The back nine on Celebrity opens up a little bit more, but brings a lot more water into play from tee to green. I found the back nine to be easier the way I was hitting yesterday, but it really depends on your own strengths/weaknesses.
There are some very beautiful landscaped flower beds on Celebrity that offer you a free drop if your ball goes in. And perhaps the most interesting thing on the course (and creepiest) is that there’s an Indian burial ground left of the 4th fairway. You are allowed to retrieve your ball and get free relief, but I still found it a bit unnerving to go up the hill to fetch my stray ball. Fortunately, I didn’t seem to incite any poltergeist activity, so I guess all was okay.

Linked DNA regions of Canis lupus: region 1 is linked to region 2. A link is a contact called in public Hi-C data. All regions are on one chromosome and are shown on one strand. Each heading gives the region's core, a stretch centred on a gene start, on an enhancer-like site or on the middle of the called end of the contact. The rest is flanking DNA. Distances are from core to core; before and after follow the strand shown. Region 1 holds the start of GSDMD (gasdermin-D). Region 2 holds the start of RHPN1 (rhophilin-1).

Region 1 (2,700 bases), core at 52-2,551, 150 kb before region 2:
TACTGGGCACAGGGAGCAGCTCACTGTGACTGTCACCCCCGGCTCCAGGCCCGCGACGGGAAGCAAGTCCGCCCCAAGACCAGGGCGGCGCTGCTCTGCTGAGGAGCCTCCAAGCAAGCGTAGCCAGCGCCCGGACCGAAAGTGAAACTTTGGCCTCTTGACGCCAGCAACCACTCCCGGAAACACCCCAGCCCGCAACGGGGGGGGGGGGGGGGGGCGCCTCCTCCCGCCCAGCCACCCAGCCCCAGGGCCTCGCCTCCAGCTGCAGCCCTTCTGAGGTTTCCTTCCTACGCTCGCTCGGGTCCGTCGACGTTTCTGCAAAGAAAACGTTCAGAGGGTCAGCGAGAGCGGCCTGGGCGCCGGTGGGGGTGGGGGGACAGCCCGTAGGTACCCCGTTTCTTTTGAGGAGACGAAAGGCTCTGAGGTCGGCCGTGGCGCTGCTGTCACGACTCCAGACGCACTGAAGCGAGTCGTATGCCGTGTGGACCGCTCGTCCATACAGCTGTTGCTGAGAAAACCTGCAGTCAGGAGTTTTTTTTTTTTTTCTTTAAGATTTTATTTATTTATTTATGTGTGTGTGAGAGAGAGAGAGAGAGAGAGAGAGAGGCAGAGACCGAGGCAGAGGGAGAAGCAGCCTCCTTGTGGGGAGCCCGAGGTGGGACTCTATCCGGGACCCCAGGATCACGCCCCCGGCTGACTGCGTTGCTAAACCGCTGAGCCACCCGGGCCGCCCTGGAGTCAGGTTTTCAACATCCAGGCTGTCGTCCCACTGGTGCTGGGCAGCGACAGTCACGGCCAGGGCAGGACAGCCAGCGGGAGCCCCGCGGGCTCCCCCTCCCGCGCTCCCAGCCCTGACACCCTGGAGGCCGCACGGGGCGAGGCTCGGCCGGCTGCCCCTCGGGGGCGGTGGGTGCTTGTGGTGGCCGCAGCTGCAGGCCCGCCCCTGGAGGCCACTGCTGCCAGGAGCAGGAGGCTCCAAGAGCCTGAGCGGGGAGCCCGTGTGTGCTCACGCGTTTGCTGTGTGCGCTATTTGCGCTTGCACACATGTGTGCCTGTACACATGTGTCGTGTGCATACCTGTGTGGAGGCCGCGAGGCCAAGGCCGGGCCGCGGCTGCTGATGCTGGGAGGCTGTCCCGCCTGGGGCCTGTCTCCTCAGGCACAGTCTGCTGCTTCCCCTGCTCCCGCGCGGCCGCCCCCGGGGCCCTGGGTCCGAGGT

My only real drawback with Celebrity is the fact that it’s a traditional par-72 course with a VERY untraditional combination of holes. There are only two par-3 holes and two par-5 holes, which is weird. I’ve never played a course like that before and I didn’t really care for that fact.
The Players course at Indian Wells offers its own set of challenges and, overall, it has a different “look” than Celebrity. It utilizes more of the desert landscape for a more rugged feel. There are some big desert waste areas and some long native grass areas, as well, just waiting to swallow up your ball. There are a few more risk/reward opportunities on Players and a number of tough forced carries off the tee. Though there are plenty of trees on the course, less come into play on your shots. There’s a little less water than the other course, but when there is water it definitely makes its presence felt. That includes the monstrous par-4 6th, which is a long dogleg around a huge lake that forces significant decisions on each shot.